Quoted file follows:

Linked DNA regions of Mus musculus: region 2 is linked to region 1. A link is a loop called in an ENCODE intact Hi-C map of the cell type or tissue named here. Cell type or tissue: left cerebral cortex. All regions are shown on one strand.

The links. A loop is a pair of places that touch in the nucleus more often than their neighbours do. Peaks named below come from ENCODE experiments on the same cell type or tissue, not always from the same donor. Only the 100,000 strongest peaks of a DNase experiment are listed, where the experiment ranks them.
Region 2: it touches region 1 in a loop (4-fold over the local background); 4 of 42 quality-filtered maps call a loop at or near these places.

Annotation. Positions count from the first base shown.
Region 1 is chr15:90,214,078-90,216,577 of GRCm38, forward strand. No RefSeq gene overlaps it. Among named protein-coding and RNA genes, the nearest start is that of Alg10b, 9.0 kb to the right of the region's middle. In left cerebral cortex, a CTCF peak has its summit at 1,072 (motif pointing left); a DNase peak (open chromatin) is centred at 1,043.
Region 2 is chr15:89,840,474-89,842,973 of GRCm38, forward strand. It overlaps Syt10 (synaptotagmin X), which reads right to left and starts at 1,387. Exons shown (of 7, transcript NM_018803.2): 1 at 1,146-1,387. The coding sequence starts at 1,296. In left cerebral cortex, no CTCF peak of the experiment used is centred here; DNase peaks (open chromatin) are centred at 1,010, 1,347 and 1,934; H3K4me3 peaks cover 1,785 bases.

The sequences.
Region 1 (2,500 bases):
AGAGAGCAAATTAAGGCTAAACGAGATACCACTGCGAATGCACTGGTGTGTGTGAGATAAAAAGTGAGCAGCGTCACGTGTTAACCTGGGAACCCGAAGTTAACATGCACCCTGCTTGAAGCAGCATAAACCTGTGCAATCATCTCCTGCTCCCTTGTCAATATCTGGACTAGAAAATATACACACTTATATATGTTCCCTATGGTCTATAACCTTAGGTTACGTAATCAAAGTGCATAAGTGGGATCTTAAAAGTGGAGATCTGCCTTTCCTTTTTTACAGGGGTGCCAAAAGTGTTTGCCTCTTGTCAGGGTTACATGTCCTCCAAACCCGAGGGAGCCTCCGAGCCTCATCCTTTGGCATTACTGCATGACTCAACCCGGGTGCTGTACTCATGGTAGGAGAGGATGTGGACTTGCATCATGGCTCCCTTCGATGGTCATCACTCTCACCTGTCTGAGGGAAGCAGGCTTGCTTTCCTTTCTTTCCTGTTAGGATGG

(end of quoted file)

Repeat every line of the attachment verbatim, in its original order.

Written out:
Linked DNA regions of Mus musculus: region 2 is linked to region 1. A link is a loop called in an ENCODE intact Hi-C map of the cell type or tissue named here. Cell type or tissue: left cerebral cortex. All regions are shown on one strand.

The links. A loop is a pair of places that touch in the nucleus more often than their neighbours do. Peaks named below come from ENCODE experiments on the same cell type or tissue, not always from the same donor. Only the 100,000 strongest peaks of a DNase experiment are listed, where the experiment ranks them.
Region 2: it touches region 1 in a loop (4-fold over the local background); 4 of 42 quality-filtered maps call a loop at or near these places.

Annotation. Positions count from the first base shown.
Region 1 is chr15:90,214,078-90,216,577 of GRCm38, forward strand. No RefSeq gene overlaps it. Among named protein-coding and RNA genes, the nearest start is that of Alg10b, 9.0 kb to the right of the region's middle. In left cerebral cortex, a CTCF peak has its summit at 1,072 (motif pointing left); a DNase peak (open chromatin) is centred at 1,043.
Region 2 is chr15:89,840,474-89,842,973 of GRCm38, forward strand. It overlaps Syt10 (synaptotagmin X), which reads right to left and starts at 1,387. Exons shown (of 7, transcript NM_018803.2): 1 at 1,146-1,387. The coding sequence starts at 1,296. In left cerebral cortex, no CTCF peak of the experiment used is centred here; DNase peaks (open chromatin) are centred at 1,010, 1,347 and 1,934; H3K4me3 peaks cover 1,785 bases.

The sequences.
Region 1 (2,500 bases):
AGAGAGCAAATTAAGGCTAAACGAGATACCACTGCGAATGCACTGGTGTGTGTGAGATAAAAAGTGAGCAGCGTCACGTGTTAACCTGGGAACCCGAAGTTAACATGCACCCTGCTTGAAGCAGCATAAACCTGTGCAATCATCTCCTGCTCCCTTGTCAATATCTGGACTAGAAAATATACACACTTATATATGTTCCCTATGGTCTATAACCTTAGGTTACGTAATCAAAGTGCATAAGTGGGATCTTAAAAGTGGAGATCTGCCTTTCCTTTTTTACAGGGGTGCCAAAAGTGTTTGCCTCTTGTCAGGGTTACATGTCCTCCAAACCCGAGGGAGCCTCCGAGCCTCATCCTTTGGCATTACTGCATGACTCAACCCGGGTGCTGTACTCATGGTAGGAGAGGATGTGGACTTGCATCATGGCTCCCTTCGATGGTCATCACTCTCACCTGTCTGAGGGAAGCAGGCTTGCTTTCCTTTCTTTCCTGTTAGGATGG